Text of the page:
• Like 2
    • Thanks 1
  4. 25 minutes ago, Morpheus said:

    So sorry to hear about your friend KJ, but thanks for sharing their experience. Not sure if you have anymore detail than what was described, I'm wondering if they saw the light which appears to be the common theme with NDE's, was that the case? 

     

    I'm glad your friend found peace in his experience which lead them to not fear death. I think we can all take some solace from that fact that we have nothing to fear wherever the road leads us next. 

    I'm still deciding whether to share what he experienced as it may doxx me to others. What I will do is revisit the Eben Alexander book and pull out excerpts from that that resemble it closely enough xx

    • Like 1
  5. Great topic. I mentioned this before on here but it fits here too. A very dear, clever friend of mine had a cardiac arrest. He died and was revived spending the next 12 months in a coma. When he woke up he could describe what he saw and lived through there vividly. He said the closest explanation and description of his experience could be found in Eben Alexander's book " A proof of heaven".

     

    Now obviously many of us here think that what he experienced was another part of the matrix constructed reality. But for him the experience was so positive he no longer feared death, which has now sadly claimed him, finally.

    • Like 2
  6. 35 minutes ago, Tinfoil Hat said:

     

    Very interesting. And those gas masks will have been as useful a defence against bombs as the current ones are against COVID.

    Hi TFH xx 

     

    As the filters were asbestos they were also potentially lethal.

     

    This an extract from Juliet Gardiner 'wartime Britain 1939-1945' 

     

     

    "People were encouraged to wear gas-masks for 15 minutes a day to get used to the experience. The government threatened to punish people for not carrying gas masks. However, legislation was never passed to make it illegal. The government published posters that said: "Hitler will send no warning - so always carry your gas mask". Government advertisements appeared in newspapers pleading with people to carry their gas masks with them at all times. Teachers were instructed to send children back home to fetch their masks if they had forgotten them. Entry was occasionally refused to restaurants, or places of entertainment, to patrons who were without their survival kit. John Lewis, the department store, reminded staff that "those who come without their gas mask must not be surprised if they are dismissed as unsuitable in time of war".

     

    • Like 2
    • Thanks 2
  7. 13 minutes ago, Storm in the garden said:

    Yes @kj35, you have always been one of a small group who offer solutions rather than 'promoting problems'.

    Regarding the solar..

    I have 12 x 330w panels wired in three groups of four, facing south and at an angle of 45 degrees. I haven't got enough south facing roof space for the panels so I built a timber framework to support them at ground level

     

    DSCF1050.JPG.bf907d93ee003a54bdfe6cd0f2cf79ec.JPG

    (on the right are the "Tesco" potatoes I planted in grow bags btw)

    The area is still to be fenced off and graveled, and most of the grow bags will end up in between the rows of solar panels.

     

    The control panel components are all Victron Energy (pricey but good) and once set up are basically self regulating, and the details (battery charge status, power being supplied by the panels, power being drawn from the system)  are all viewable on the touch screen (visible top right).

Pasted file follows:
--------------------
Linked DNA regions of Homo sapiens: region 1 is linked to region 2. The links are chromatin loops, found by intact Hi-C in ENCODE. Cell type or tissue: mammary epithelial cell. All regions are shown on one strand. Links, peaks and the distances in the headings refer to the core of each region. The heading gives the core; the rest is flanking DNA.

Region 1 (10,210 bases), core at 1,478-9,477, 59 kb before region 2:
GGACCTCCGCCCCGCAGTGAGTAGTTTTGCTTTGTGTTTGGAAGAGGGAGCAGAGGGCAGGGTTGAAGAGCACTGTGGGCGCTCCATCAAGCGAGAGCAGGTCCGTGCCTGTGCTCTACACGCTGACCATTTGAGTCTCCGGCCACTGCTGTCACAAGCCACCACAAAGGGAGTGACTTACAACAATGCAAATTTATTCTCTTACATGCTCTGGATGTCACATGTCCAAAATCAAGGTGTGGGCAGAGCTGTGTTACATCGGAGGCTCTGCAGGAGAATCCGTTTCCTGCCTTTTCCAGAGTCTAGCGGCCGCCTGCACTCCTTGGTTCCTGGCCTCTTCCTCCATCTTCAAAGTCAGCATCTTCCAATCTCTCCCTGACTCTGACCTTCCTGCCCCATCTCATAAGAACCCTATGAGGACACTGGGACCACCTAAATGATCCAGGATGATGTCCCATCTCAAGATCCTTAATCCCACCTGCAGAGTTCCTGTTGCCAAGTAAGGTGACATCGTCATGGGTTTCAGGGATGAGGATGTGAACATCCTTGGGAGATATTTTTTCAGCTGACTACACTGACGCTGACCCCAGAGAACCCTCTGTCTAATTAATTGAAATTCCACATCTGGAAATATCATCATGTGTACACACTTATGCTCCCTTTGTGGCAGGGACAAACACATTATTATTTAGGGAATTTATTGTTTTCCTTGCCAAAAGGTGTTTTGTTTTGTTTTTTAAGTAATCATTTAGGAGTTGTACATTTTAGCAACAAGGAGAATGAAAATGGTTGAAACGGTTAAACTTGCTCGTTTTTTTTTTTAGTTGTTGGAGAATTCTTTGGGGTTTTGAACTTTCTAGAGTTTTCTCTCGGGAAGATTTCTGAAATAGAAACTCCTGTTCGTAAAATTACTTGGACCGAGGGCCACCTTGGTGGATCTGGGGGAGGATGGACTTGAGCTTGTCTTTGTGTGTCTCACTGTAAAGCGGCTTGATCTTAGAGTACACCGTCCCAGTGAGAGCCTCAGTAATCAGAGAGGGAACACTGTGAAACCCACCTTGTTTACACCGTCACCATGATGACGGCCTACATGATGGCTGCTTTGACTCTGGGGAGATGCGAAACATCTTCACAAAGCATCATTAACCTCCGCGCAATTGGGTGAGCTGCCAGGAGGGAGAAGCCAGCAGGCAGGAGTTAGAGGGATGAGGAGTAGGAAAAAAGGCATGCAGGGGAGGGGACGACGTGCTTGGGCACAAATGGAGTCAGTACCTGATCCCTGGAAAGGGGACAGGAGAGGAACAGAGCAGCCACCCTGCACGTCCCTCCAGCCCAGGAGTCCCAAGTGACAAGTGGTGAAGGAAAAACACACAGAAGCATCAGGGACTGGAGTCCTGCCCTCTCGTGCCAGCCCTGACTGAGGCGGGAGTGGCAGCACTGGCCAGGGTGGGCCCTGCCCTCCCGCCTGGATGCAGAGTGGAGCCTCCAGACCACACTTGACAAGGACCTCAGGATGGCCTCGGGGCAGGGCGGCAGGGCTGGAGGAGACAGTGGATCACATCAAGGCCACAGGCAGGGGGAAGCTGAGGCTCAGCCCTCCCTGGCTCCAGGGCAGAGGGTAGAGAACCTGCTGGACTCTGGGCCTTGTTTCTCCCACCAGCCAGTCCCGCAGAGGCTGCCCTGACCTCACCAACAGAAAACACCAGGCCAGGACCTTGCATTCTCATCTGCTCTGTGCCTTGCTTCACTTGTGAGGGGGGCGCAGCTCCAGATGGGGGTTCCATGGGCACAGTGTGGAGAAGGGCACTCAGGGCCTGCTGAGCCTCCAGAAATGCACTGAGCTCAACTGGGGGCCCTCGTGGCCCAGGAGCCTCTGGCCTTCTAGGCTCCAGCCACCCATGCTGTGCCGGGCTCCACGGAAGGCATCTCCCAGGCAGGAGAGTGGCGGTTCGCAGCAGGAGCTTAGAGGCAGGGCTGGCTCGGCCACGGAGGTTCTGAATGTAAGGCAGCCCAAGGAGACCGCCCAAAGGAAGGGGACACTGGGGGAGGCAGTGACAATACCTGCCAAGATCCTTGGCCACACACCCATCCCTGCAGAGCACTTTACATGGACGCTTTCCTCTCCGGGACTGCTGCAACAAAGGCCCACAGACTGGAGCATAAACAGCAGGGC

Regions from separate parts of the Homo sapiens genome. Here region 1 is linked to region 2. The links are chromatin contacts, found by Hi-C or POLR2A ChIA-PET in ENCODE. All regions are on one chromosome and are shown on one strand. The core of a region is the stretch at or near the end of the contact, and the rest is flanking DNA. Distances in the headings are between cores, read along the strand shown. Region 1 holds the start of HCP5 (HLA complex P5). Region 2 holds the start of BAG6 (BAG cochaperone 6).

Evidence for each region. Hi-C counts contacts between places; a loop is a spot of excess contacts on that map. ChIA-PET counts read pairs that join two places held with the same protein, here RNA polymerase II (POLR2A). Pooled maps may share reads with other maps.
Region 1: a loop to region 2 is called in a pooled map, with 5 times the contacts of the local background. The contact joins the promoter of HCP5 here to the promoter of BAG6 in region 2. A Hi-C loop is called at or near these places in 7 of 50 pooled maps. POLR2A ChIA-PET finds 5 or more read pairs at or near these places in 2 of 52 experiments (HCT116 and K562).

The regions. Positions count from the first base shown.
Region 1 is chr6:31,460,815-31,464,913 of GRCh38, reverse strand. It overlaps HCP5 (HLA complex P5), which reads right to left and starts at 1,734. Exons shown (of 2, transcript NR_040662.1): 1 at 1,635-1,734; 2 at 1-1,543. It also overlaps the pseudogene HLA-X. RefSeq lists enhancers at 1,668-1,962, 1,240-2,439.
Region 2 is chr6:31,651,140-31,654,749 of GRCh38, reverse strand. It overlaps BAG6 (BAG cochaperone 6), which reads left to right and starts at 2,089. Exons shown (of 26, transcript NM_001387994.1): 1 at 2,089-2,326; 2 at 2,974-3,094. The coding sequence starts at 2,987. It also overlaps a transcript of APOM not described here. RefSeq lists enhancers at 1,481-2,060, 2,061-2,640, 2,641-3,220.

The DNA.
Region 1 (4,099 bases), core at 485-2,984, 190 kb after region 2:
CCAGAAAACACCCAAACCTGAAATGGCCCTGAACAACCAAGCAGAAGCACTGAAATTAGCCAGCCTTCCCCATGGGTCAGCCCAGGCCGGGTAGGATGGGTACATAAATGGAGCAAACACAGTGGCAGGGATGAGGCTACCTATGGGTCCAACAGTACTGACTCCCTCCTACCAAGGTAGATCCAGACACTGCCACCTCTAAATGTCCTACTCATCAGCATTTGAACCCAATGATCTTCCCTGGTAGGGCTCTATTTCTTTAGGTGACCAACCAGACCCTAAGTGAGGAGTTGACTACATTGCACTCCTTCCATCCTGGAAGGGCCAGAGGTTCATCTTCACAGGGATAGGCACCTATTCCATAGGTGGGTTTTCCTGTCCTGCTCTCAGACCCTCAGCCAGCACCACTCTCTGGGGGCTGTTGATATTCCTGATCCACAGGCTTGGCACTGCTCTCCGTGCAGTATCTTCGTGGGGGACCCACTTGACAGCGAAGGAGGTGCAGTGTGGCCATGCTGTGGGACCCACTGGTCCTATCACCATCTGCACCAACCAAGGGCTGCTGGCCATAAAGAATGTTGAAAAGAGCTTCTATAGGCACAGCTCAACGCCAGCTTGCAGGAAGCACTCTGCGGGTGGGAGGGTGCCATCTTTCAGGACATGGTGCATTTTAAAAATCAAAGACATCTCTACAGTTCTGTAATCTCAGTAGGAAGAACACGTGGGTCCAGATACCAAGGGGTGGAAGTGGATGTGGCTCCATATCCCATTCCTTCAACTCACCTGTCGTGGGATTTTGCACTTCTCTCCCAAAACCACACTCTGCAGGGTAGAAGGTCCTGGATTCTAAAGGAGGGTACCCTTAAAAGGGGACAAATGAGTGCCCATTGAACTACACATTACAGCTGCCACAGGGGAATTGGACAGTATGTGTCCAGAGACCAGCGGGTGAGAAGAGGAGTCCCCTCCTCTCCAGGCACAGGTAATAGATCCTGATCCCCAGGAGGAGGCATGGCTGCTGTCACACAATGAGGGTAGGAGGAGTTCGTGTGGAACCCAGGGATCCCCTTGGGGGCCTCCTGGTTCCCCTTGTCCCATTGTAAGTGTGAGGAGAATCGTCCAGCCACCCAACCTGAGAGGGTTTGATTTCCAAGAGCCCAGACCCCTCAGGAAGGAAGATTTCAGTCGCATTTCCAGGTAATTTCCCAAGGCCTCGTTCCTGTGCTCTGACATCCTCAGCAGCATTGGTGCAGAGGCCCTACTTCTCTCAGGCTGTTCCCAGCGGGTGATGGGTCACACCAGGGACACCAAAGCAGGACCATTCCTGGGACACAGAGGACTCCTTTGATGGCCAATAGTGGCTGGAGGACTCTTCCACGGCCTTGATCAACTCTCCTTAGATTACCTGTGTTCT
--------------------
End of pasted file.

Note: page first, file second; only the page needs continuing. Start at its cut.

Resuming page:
DSCF1047.JPG.7519e3ccbeceff6a262b0d6717a8ae39.JPG

     

    The batteries (2 x 2.4kw Pylontech) are located a bit away from the controllers for safety. The batteries are expensive (around €1,000 each) but are necessary to have a system independent from the grid. A lot forego the batteries and are instead connected into the grid but what's the point of that? Sure you might save a bit on your bills but if the grid goes down then you have no alternative power? Anyway the companies are only paying out a percentage of what they are charging somebody else for the power you have invested in and generated?

    I reckon the whole setup including all the components and other items such as timber, cabling etc. set me back around €7,500, however I did basically do everything myself. I am an electrician by trade so I guess that helped, but it's not rocket science either so it's quite feasible to read up, watch videos and gain sufficient knowledge.

     

    Regarding the Pak Choi yes I'd definitely recommend it, easy to grow, very productive and produces loads of seeds at the end of the cycle for the following year.

    I'm also looking into radishes and in particular a variety called 'China Rose'. They grow to 3-4" long and around an inch wide, mainly on the top of the soil. I've grown some already but the slugs got there first, so I intend growing a large quantity in pots. The reasons are:

    They're quick to grow from seed to maturity (about 3 weeks)

    They can be boiled and used as a substitute for potatoes as well as in stir fries and salads, and they can be frozen.

    So they have a lot of potential and we'll have to see how it works out in practice, but wouldn't it be nice to have an alternative crop every 3 weeks while waiting on the potatoes to develop? 🙂

     

     

     

    Brilliant thank you.  Our potatoes this year are a mixture of seed and just normal store cupboard sprouters. Harvest shortly looking at them so will report back!

     

  8. It occurred to me this morning that face masks were the current equivalent of ww2 gasmasks. With citizens forced to carry them as a physical reminder to be ever vigilant to a threat to the lungs from poison gas effects. Which never happened.

     

    This from the Spectator, sound familiar??

     

    'Among those in London who refused to carry a mask was George Orwell. ‘The issue of them is simply a symbol of national solidarity, the first step towards wearing a uniform,’ he wrote in his diary in June 1940. ‘As soon as war started the carrying or not carrying of a gas mask assumed social and political implications.’

    In Orwell's opinion about 20 per cent of Londoners still carried their gas masks. These he described as ‘ultra-cautious types, the suburban rate-payer type,’ and they were looked down on by the 80 per cent who didn't carry a mask. But the cautious types gave as good as they got. ‘If, and when, a gas attack comes, those idiots who have not deigned to carry the mask, which has been given to them free of charge, will die,’ wrote a correspondent to the Gloucester Echo. ‘They will have no one but themselves to blame.’ Another wrote to the Yorkshire Post suggesting two shillings as a suitable fine for those caught without a mask.